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brutal word "stupid"? "Even could it be proved that the Galatians were a stupid people,
insult we cannot imagine to have been intended by the apostle" (Bloomfield). There are
at least four ways of calling a person a "fool" in N.T. Greek, and each one has its own
significance. Had Paul wished to be rude he could have called these beloved saints of
God "morons" (Matt. 5: 22), a word that has passed into our own vocabulary. He could
have called them "senseless" and used the word aphron as he did in I Cor. 15: 36. He
could have implied that they were lacking in wisdom and used asophos as in Eph. 5: 15,
but he uses none of these terms. He chose the same epithet that was employed by the
Saviour in Luke 24: 25 when it was evident that "their understanding" needed to be
opened (Luke 24: 45).
Anoetos the word used in Gal. 3: 1 means "thoughtless", being made up of a the
negative and noeo "to understand" (Eph. 3: 4); "to perceive" (Mark 8: 17) and
"consider" (II Tim. 2: 7); which in turn is derived from nous "the mind" (I Cor. 2: 16);
and "understanding" (Luke 24: 45).
Dr. Bullinger in his Lexicon explains anoetos as "unreflecting, never applying the
nous (mind) to moral or religious truth" which is similar to Ellicott's remark "it seems to
mark, not so much dullness in, as a deficiency in, or rather insufficient application of, the
The argument of Gal. 3: 2-7 is an intense "application of the nous". It is a deadly
and a deadening thing to allow a false deduction from the necessarily evil character of
mere human "reasoning" to lead to the assumption that faith is irrational or blind, or that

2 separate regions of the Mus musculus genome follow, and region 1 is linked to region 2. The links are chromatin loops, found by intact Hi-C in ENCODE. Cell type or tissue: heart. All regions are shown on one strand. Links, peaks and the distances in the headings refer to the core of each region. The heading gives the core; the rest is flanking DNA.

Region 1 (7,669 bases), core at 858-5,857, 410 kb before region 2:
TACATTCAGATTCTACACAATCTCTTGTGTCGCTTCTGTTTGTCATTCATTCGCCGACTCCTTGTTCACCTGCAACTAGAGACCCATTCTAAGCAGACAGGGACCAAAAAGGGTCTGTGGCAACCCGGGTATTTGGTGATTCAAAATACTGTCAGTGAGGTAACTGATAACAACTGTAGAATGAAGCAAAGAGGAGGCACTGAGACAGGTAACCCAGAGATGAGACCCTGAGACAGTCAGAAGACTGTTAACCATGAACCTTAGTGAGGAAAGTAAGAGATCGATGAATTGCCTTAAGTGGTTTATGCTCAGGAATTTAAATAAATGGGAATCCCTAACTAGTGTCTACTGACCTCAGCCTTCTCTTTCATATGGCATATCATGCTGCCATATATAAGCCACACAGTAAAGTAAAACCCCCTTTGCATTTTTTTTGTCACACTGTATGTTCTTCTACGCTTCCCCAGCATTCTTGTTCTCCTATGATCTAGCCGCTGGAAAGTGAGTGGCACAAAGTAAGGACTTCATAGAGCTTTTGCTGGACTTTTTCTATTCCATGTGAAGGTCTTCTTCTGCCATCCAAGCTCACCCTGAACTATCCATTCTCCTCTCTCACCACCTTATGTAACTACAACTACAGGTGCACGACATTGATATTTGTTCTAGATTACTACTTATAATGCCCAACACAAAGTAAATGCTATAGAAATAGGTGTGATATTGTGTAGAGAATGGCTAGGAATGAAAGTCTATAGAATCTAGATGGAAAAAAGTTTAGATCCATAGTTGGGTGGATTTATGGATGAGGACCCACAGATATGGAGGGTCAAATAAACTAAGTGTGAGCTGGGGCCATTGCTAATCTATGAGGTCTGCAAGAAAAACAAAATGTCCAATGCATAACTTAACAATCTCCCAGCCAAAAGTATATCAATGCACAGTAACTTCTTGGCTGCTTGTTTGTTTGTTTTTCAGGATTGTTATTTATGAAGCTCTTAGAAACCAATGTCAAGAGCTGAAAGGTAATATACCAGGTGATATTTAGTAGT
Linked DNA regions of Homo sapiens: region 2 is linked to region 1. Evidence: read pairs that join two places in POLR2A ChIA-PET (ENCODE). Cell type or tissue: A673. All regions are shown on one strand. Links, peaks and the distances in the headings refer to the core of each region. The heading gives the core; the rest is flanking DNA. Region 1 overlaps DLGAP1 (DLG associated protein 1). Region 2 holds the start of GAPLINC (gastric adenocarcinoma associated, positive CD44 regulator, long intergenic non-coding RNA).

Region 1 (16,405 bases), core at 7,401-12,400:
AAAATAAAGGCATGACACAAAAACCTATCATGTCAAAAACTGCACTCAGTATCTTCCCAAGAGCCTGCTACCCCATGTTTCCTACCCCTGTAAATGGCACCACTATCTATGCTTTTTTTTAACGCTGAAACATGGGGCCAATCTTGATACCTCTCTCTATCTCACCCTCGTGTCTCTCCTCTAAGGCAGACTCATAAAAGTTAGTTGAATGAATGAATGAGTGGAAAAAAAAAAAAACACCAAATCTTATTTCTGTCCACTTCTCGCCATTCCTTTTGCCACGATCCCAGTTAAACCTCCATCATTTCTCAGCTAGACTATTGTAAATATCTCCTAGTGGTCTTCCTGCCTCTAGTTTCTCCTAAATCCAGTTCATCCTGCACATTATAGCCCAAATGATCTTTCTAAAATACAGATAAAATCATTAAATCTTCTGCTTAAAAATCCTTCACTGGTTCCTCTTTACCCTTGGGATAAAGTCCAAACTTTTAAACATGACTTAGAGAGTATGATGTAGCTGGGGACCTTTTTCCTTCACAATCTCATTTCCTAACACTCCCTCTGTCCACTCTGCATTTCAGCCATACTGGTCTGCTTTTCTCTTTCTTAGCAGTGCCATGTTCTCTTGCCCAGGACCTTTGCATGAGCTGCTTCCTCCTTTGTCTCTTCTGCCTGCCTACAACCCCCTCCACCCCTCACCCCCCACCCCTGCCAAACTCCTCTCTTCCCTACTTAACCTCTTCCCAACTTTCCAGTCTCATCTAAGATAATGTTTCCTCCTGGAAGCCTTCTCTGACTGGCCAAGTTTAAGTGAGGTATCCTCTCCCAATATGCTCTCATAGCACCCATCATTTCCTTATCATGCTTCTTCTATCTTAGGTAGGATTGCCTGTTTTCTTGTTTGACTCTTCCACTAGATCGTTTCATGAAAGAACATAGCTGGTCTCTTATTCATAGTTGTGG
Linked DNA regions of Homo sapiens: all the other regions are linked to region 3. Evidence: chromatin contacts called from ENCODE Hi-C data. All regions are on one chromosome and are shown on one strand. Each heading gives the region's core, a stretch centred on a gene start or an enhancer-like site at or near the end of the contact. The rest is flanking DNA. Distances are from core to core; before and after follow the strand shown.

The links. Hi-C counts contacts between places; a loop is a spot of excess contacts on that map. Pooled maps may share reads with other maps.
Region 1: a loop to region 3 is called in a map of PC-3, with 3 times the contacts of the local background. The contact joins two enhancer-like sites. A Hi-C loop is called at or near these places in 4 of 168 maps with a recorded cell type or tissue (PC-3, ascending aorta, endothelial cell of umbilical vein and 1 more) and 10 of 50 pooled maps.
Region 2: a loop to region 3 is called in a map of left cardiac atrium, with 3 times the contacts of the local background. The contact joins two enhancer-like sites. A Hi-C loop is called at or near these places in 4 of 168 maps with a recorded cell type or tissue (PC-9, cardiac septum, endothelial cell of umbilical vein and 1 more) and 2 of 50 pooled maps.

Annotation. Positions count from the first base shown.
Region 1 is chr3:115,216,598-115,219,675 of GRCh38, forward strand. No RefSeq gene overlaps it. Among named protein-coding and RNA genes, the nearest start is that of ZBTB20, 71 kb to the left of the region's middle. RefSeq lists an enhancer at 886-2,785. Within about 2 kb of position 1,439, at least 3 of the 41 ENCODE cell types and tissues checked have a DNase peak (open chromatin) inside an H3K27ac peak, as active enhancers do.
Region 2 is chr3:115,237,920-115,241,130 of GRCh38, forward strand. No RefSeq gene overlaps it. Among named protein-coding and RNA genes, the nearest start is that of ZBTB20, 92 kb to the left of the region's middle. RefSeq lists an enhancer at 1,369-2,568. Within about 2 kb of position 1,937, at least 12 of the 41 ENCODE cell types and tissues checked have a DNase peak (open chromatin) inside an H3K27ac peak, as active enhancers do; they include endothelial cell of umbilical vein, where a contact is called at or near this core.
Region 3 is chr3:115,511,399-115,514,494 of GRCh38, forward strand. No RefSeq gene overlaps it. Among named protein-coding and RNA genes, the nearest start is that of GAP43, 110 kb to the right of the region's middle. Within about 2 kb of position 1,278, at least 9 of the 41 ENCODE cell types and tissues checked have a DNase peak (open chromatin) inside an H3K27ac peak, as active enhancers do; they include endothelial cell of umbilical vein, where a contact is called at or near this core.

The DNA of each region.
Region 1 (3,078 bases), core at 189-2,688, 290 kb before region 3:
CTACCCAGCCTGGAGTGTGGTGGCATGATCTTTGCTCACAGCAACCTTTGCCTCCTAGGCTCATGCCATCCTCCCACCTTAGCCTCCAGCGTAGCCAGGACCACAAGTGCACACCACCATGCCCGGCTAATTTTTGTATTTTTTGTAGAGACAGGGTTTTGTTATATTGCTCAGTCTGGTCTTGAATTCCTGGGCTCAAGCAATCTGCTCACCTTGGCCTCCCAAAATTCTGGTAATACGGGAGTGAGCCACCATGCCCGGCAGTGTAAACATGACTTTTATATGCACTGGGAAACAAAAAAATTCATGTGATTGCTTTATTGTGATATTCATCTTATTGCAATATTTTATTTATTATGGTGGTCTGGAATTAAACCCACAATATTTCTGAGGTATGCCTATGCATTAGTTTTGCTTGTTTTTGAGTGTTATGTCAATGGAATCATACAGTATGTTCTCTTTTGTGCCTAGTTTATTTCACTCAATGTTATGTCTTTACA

there can possibly exist any divergence between true "reason" and living "faith".
Anything that is demonstrably not "right" can form no part of the creed of a moral
creature, this turns the noble word "faith" into the base word "credulity" and belongs not
to the free but to the enslaved.
Had the Galatians, who had been justified, and who had been set free by grace, but
applied their emancipated minds to the Judaistic proposals that had caused such havoc, all
might have been well. As it turned out, their lapse has been overruled to provide this
great polemic and apology "The Epistle to the Galatians". The apostle, in measure,
explains the idea he had when he used the word "thoughtless"--for he continues "who
hath bewitched you?" and by so saying shifts the blame somewhat from the Galatians
themselves to those emissaries of Satan, who, appearing as they may as angels of light
and ministers of righteousness, stultify the truth by preaching "another Jesus", "another
gospel" and "another spirit" (II Cor. 11:).
"To bewitch" baskaino becomes in its Latin form the word "fascinate" and had special
reference to the bewitching power of the "evil eye", a spell which was supposed, among
other evils, to check the growth of children--a feature that the Galatians would be quick
The LXX translators use the word always in the sense of the "evil eye" as may be seen
by consulting Deut. 28: 54, 56; Prov. 23: 6 and 28: 22. There is resident also